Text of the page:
Sum-of-Squares matrices

Adapted from: Examples 3.77 of [BPT12]

[BPT12] Blekherman, G.; Parrilo, P. A. & Thomas, R. R. Semidefinite Optimization and Convex Algebraic Geometry. Society for Industrial and Applied Mathematics, 2012.


Consider the symmetric polynomial matrix $P(x) = \begin{bmatrix} x^2 - 2x + 2 & x\\ x & x^2 \end{bmatrix}.$ We could like to know whether $P(x)$ is positive semidefinite for all $x \in \mathbb{R}$.

using DynamicPolynomials
@polyvar x
P = [x^2 - 2x + 2 x
            x     x^2]
2×2 Matrix{DynamicPolynomials.Polynomial{DynamicPolynomials.Commutative{DynamicPolynomials.CreationOrder}, MultivariatePolynomials.Graded{MultivariatePolynomials.LexOrder}, Int64}}:
 2 - 2x + x²  x
 x            x²

A sufficient condition for a symmetric polynomial matrix $P(x)$ to be positive semidefinite for all $x$ is to the existence of a matrix $M(x)$ such that $P(x) = M^\top(x) M(x)$. If such matrix $M$ exists, we say that the matrix is an \emph{sos matrix} (see [Definition 3.76, BPT13]). While determining whether $P(x)$ is positive semidefinite for all $x$, is NP-hard (checking nonnegativity of a polynomial is reduced to this problem for $1 \times 1$ matrices), checking whether $P(x)$ is an sos matrix is an sos program.

using SumOfSquares

We first need to pick an SDP solver, see here for a list of the available choices.

import CSDP
solver = optimizer_with_attributes(CSDP.Optimizer, MOI.Silent() => true)

model = SOSModel(solver)
mat_cref = @constraint(model, P in PSDCone())
OPTIMAL::TerminationStatusCode = 1

While the reformulation of sos matrix to sos polynomial is rather simple, as explained in the "Sum-of-Squares reformulation" section below, there is a technical subtelty about the Newton polytope that if not handled correctly may result in an SDP of large size with bad numerical behavior. For this reason, it is recommended to model sos matrix constraints as such as will be shown in this notebook and not do the formulation manually unless there is a specific reason to do so.

As we can verify as follows, only 3 monomials are used using the sos matrix constraint.

3-element DynamicPolynomials.MonomialVector{DynamicPolynomials.Commutative{DynamicPolynomials.CreationOrder}, MultivariatePolynomials.Graded{MultivariatePolynomials.LexOrder}}:

Sum-of-Squares reformulation

One way to obtain the reduction to an sos program is to create an intermediate vector of variable $y$ and check whether the polynomial $p(x, y) = y^\top P(x) y$ is sos. However, special care is required when approximating the Newton polytope of $p(x, y)$. Indeed, for instance if the entries of $P(x)$ are quadratic forms then the Newton polytope of $p(x, y)$ is the cartesian product between the Newton polytope of $y^\top y$ and the Newton polytope of $x^\top x$. In other words, $p(x, y)$ belongs to a family of quartic forms called biquadratic forms. This fact is important when generating the semidefinite program so that only bilinear monomials are used. So if the cheap outer approximation is used (instead of the exact polyhedral computation) for the newton polytope then it is important to use a multipartite computation approximation of the newton polytope. The multipartie exact approach may perform worse compared to the unipartite exact in certain cases though. Consider for instance the polynomial matrix $\mathrm{Diag}(x_1^1, x_2^2)$ for which $p(x, y) = x_1^2y_1^2 + x_2^2y_2^2$. For this polynomial, only the monomials $x_1y_1$ and $x_2y_2$ are needed in the SDP reformulation while the multipartite approach, as it will compute the Newton polytope as a cartesian product, will not see the dependence between $x$ and $y$ in the presence of monomials and will also select the monomials $x_1y_2$ and $x_2y_1$.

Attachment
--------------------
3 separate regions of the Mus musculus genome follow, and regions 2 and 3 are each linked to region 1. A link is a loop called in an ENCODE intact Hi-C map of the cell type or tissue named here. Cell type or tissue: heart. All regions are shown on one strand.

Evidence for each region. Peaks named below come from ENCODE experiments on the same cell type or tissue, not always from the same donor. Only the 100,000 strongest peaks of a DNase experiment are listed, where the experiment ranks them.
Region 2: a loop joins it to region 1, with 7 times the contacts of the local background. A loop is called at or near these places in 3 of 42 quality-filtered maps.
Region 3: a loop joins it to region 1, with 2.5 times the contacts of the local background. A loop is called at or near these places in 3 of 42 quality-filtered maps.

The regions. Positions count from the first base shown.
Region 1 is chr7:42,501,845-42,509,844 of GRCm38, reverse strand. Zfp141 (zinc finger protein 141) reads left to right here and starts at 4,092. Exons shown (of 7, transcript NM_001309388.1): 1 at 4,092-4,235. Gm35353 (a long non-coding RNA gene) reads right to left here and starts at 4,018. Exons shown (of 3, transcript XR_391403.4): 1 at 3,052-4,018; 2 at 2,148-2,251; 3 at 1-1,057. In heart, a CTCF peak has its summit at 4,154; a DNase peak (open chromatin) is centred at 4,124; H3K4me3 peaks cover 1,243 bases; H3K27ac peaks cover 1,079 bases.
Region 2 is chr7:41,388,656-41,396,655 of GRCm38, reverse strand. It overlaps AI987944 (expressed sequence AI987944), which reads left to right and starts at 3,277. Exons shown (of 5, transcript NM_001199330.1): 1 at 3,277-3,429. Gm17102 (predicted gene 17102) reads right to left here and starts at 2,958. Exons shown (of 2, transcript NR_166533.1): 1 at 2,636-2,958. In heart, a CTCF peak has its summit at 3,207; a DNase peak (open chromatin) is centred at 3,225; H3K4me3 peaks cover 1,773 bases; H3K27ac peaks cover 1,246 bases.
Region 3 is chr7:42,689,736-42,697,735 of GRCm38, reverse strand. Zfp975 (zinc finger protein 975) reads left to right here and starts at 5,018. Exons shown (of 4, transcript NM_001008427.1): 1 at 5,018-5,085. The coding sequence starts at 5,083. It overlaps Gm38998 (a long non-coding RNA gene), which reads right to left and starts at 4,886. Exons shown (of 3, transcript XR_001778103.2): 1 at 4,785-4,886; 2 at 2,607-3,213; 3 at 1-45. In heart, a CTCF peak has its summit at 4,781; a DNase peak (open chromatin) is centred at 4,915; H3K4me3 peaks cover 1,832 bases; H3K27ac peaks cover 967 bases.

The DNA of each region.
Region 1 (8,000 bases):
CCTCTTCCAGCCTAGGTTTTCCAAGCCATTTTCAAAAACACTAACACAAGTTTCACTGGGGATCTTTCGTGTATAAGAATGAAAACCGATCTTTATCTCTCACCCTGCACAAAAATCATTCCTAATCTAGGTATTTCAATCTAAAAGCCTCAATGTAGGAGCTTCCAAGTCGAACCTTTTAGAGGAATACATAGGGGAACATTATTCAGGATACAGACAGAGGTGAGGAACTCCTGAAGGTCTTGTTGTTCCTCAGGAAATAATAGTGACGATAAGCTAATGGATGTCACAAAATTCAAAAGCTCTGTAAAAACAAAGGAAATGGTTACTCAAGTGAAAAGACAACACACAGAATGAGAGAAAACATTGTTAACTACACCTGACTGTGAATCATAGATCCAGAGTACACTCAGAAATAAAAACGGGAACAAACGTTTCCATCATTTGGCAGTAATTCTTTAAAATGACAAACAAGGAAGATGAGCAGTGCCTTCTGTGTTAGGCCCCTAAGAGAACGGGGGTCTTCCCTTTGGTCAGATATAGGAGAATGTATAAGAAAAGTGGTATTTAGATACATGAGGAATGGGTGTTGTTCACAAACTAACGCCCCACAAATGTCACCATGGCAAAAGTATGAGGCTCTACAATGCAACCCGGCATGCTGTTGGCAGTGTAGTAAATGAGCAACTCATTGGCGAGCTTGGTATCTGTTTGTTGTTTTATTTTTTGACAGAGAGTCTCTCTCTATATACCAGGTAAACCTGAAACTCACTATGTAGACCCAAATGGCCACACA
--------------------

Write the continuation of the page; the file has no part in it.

@polyvar y[1:2]
p = vec(y)' * P * vec(y)

\[ 2y_{1}^{2} + 2xy_{1}y_{2} - 2xy_{1}^{2} + x^{2}y_{2}^{2} + x^{2}y_{1}^{2} \]

We can see above that p is biquadratic polynomial in the variables x and y. Computing the Newton polytope with the cheap outer approximation without exploiting this multipartite structure gives the following 6 monomials.

X = monomials(p)
unipartite = Certificate.NewtonDegreeBounds(tuple())
Certificate.monomials_half_newton_polytope(X, unipartite)
6-element DynamicPolynomials.MonomialVector{DynamicPolynomials.Commutative{DynamicPolynomials.CreationOrder}, MultivariatePolynomials.Graded{MultivariatePolynomials.LexOrder}}:

Exploiting the multipartite structure gives 4 monomials.

multipartite = Certificate.NewtonDegreeBounds(([x], y))
Certificate.monomials_half_newton_polytope(X, multipartite)
4-element DynamicPolynomials.MonomialVector{DynamicPolynomials.Commutative{DynamicPolynomials.CreationOrder}, MultivariatePolynomials.Graded{MultivariatePolynomials.LexOrder}}:

In the example above, there were only 3 monomials, where does the difference come from ? Using the monomial basis, the only product of two monomials that is equal to y[2]^2 is y[2] * y[2]. As y[2]^2 is not a monomial of p, we can conclude that the diagonal entry with row and column corresponding to y[2] will be zero hence the whole column and row will be zero as well. Therefore, we can remove this monomial.

Certificate.monomials_half_newton_polytope(X, Certificate.NewtonFilter(multipartite))
3-element DynamicPolynomials.MonomialVector{DynamicPolynomials.Commutative{DynamicPolynomials.CreationOrder}, MultivariatePolynomials.Graded{MultivariatePolynomials.LexOrder}}:

The same reasoning can be used for monomials y[1]y[2] and x therefore whether we exploit the multipartite structure or not, we get only 3 monomials thanks to this post filter.

Certificate.monomials_half_newton_polytope(X, Certificate.NewtonFilter(unipartite))
3-element DynamicPolynomials.MonomialVector{DynamicPolynomials.Commutative{DynamicPolynomials.CreationOrder}, MultivariatePolynomials.Graded{MultivariatePolynomials.LexOrder}}:

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